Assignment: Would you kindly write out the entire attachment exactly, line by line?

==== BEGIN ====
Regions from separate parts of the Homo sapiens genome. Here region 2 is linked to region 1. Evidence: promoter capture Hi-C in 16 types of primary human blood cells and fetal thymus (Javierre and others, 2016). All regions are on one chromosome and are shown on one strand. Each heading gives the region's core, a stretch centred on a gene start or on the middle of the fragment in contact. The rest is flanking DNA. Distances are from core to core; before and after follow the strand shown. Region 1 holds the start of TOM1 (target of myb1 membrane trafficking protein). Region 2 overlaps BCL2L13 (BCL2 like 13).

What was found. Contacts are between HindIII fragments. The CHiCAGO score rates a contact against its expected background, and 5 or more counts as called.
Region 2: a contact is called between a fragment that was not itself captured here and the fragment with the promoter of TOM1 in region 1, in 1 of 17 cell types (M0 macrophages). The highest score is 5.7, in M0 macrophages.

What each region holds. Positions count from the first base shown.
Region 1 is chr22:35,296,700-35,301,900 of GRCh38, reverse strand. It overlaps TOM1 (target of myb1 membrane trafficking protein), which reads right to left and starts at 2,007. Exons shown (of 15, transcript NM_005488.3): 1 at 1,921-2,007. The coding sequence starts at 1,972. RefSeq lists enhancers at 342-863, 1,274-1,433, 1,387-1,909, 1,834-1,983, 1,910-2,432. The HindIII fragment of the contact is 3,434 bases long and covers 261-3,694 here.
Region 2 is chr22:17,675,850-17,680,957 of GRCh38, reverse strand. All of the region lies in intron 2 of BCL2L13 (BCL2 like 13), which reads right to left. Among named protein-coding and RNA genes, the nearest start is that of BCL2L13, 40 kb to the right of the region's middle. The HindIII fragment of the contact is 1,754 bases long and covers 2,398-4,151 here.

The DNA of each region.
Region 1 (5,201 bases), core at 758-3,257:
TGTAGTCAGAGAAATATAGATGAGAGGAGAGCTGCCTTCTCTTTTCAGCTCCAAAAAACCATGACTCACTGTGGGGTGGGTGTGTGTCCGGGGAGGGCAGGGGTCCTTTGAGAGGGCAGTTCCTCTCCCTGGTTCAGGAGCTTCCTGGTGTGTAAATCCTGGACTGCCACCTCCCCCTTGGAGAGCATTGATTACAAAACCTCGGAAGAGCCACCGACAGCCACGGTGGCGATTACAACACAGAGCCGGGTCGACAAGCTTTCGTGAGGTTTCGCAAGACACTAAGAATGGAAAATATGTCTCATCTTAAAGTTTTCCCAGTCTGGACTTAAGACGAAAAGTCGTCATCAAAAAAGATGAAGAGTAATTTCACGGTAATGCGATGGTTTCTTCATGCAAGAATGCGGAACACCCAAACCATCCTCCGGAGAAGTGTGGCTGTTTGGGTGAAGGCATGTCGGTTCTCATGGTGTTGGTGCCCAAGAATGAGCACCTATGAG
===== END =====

Regions from separate parts of the Homo sapiens genome. Here region 2 is linked to region 1. Evidence: promoter capture Hi-C in 16 types of primary human blood cells and fetal thymus (Javierre and others, 2016). All regions are on one chromosome and are shown on one strand. Each heading gives the region's core, a stretch centred on a gene start or on the middle of the fragment in contact. The rest is flanking DNA. Distances are from core to core; before and after follow the strand shown. Region 1 holds the start of TOM1 (target of myb1 membrane trafficking protein). Region 2 overlaps BCL2L13 (BCL2 like 13).

What was found. Contacts are between HindIII fragments. The CHiCAGO score rates a contact against its expected background, and 5 or more counts as called.
Region 2: a contact is called between a fragment that was not itself captured here and the fragment with the promoter of TOM1 in region 1, in 1 of 17 cell types (M0 macrophages). The highest score is 5.7, in M0 macrophages.

What each region holds. Positions count from the first base shown.
Region 1 is chr22:35,296,700-35,301,900 of GRCh38, reverse strand. It overlaps TOM1 (target of myb1 membrane trafficking protein), which reads right to left and starts at 2,007. Exons shown (of 15, transcript NM_005488.3): 1 at 1,921-2,007. The coding sequence starts at 1,972. RefSeq lists enhancers at 342-863, 1,274-1,433, 1,387-1,909, 1,834-1,983, 1,910-2,432. The HindIII fragment of the contact is 3,434 bases long and covers 261-3,694 here.
Region 2 is chr22:17,675,850-17,680,957 of GRCh38, reverse strand. All of the region lies in intron 2 of BCL2L13 (BCL2 like 13), which reads right to left. Among named protein-coding and RNA genes, the nearest start is that of BCL2L13, 40 kb to the right of the region's middle. The HindIII fragment of the contact is 1,754 bases long and covers 2,398-4,151 here.

The DNA of each region.
Region 1 (5,201 bases), core at 758-3,257:
TGTAGTCAGAGAAATATAGATGAGAGGAGAGCTGCCTTCTCTTTTCAGCTCCAAAAAACCATGACTCACTGTGGGGTGGGTGTGTGTCCGGGGAGGGCAGGGGTCCTTTGAGAGGGCAGTTCCTCTCCCTGGTTCAGGAGCTTCCTGGTGTGTAAATCCTGGACTGCCACCTCCCCCTTGGAGAGCATTGATTACAAAACCTCGGAAGAGCCACCGACAGCCACGGTGGCGATTACAACACAGAGCCGGGTCGACAAGCTTTCGTGAGGTTTCGCAAGACACTAAGAATGGAAAATATGTCTCATCTTAAAGTTTTCCCAGTCTGGACTTAAGACGAAAAGTCGTCATCAAAAAAGATGAAGAGTAATTTCACGGTAATGCGATGGTTTCTTCATGCAAGAATGCGGAACACCCAAACCATCCTCCGGAGAAGTGTGGCTGTTTGGGTGAAGGCATGTCGGTTCTCATGGTGTTGGTGCCCAAGAATGAGCACCTATGAG